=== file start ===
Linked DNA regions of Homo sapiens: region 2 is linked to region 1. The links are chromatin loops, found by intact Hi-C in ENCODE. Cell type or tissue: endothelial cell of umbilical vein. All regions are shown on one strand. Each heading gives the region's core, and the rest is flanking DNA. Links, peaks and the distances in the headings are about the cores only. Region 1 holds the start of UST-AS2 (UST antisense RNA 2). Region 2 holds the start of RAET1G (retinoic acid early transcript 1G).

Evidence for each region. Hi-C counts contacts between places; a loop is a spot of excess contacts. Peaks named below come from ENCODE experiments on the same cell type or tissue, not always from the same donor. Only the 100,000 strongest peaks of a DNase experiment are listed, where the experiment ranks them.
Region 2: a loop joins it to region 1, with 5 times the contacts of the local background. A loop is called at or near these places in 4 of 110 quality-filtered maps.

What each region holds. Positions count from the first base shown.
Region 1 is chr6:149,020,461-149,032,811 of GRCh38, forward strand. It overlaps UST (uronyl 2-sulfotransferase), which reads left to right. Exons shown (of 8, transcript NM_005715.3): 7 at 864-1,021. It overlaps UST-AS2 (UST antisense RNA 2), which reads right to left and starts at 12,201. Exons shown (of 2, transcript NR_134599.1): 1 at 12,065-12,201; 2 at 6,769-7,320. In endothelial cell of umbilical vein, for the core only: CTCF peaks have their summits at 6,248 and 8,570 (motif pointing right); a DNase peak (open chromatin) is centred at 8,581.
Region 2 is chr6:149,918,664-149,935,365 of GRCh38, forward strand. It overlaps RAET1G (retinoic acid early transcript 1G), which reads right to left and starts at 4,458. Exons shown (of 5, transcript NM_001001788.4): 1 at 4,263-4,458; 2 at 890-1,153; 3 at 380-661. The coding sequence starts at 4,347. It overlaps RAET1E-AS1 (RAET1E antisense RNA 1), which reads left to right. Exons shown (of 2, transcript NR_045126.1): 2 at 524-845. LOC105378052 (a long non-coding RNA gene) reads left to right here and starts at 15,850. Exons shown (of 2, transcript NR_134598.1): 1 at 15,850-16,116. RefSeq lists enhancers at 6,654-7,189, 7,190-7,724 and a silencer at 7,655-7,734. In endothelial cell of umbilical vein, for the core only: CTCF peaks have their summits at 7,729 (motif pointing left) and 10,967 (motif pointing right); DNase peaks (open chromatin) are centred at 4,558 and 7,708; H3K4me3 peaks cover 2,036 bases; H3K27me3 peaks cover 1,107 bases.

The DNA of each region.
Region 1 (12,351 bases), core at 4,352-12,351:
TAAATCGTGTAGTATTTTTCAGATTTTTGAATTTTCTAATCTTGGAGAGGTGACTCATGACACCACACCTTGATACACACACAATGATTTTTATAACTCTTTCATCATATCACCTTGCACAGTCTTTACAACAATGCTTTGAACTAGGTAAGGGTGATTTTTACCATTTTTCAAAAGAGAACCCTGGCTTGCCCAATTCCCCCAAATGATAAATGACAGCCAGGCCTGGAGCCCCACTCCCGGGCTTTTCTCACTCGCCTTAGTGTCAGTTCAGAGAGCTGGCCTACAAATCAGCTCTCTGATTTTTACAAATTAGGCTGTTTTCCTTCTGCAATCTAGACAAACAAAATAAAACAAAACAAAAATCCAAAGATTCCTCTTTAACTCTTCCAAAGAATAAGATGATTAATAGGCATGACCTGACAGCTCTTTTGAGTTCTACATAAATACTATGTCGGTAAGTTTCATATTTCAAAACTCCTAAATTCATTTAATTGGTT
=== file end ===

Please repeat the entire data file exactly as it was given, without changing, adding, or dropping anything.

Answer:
Linked DNA regions of Homo sapiens: region 2 is linked to region 1. The links are chromatin loops, found by intact Hi-C in ENCODE. Cell type or tissue: endothelial cell of umbilical vein. All regions are shown on one strand. Each heading gives the region's core, and the rest is flanking DNA. Links, peaks and the distances in the headings are about the cores only. Region 1 holds the start of UST-AS2 (UST antisense RNA 2). Region 2 holds the start of RAET1G (retinoic acid early transcript 1G).

Evidence for each region. Hi-C counts contacts between places; a loop is a spot of excess contacts. Peaks named below come from ENCODE experiments on the same cell type or tissue, not always from the same donor. Only the 100,000 strongest peaks of a DNase experiment are listed, where the experiment ranks them.
Region 2: a loop joins it to region 1, with 5 times the contacts of the local background. A loop is called at or near these places in 4 of 110 quality-filtered maps.

What each region holds. Positions count from the first base shown.
Region 1 is chr6:149,020,461-149,032,811 of GRCh38, forward strand. It overlaps UST (uronyl 2-sulfotransferase), which reads left to right. Exons shown (of 8, transcript NM_005715.3): 7 at 864-1,021. It overlaps UST-AS2 (UST antisense RNA 2), which reads right to left and starts at 12,201. Exons shown (of 2, transcript NR_134599.1): 1 at 12,065-12,201; 2 at 6,769-7,320. In endothelial cell of umbilical vein, for the core only: CTCF peaks have their summits at 6,248 and 8,570 (motif pointing right); a DNase peak (open chromatin) is centred at 8,581.
Region 2 is chr6:149,918,664-149,935,365 of GRCh38, forward strand. It overlaps RAET1G (retinoic acid early transcript 1G), which reads right to left and starts at 4,458. Exons shown (of 5, transcript NM_001001788.4): 1 at 4,263-4,458; 2 at 890-1,153; 3 at 380-661. The coding sequence starts at 4,347. It overlaps RAET1E-AS1 (RAET1E antisense RNA 1), which reads left to right. Exons shown (of 2, transcript NR_045126.1): 2 at 524-845. LOC105378052 (a long non-coding RNA gene) reads left to right here and starts at 15,850. Exons shown (of 2, transcript NR_134598.1): 1 at 15,850-16,116. RefSeq lists enhancers at 6,654-7,189, 7,190-7,724 and a silencer at 7,655-7,734. In endothelial cell of umbilical vein, for the core only: CTCF peaks have their summits at 7,729 (motif pointing left) and 10,967 (motif pointing right); DNase peaks (open chromatin) are centred at 4,558 and 7,708; H3K4me3 peaks cover 2,036 bases; H3K27me3 peaks cover 1,107 bases.

The DNA of each region.
Region 1 (12,351 bases), core at 4,352-12,351:
TAAATCGTGTAGTATTTTTCAGATTTTTGAATTTTCTAATCTTGGAGAGGTGACTCATGACACCACACCTTGATACACACACAATGATTTTTATAACTCTTTCATCATATCACCTTGCACAGTCTTTACAACAATGCTTTGAACTAGGTAAGGGTGATTTTTACCATTTTTCAAAAGAGAACCCTGGCTTGCCCAATTCCCCCAAATGATAAATGACAGCCAGGCCTGGAGCCCCACTCCCGGGCTTTTCTCACTCGCCTTAGTGTCAGTTCAGAGAGCTGGCCTACAAATCAGCTCTCTGATTTTTACAAATTAGGCTGTTTTCCTTCTGCAATCTAGACAAACAAAATAAAACAAAACAAAAATCCAAAGATTCCTCTTTAACTCTTCCAAAGAATAAGATGATTAATAGGCATGACCTGACAGCTCTTTTGAGTTCTACATAAATACTATGTCGGTAAGTTTCATATTTCAAAACTCCTAAATTCATTTAATTGGTT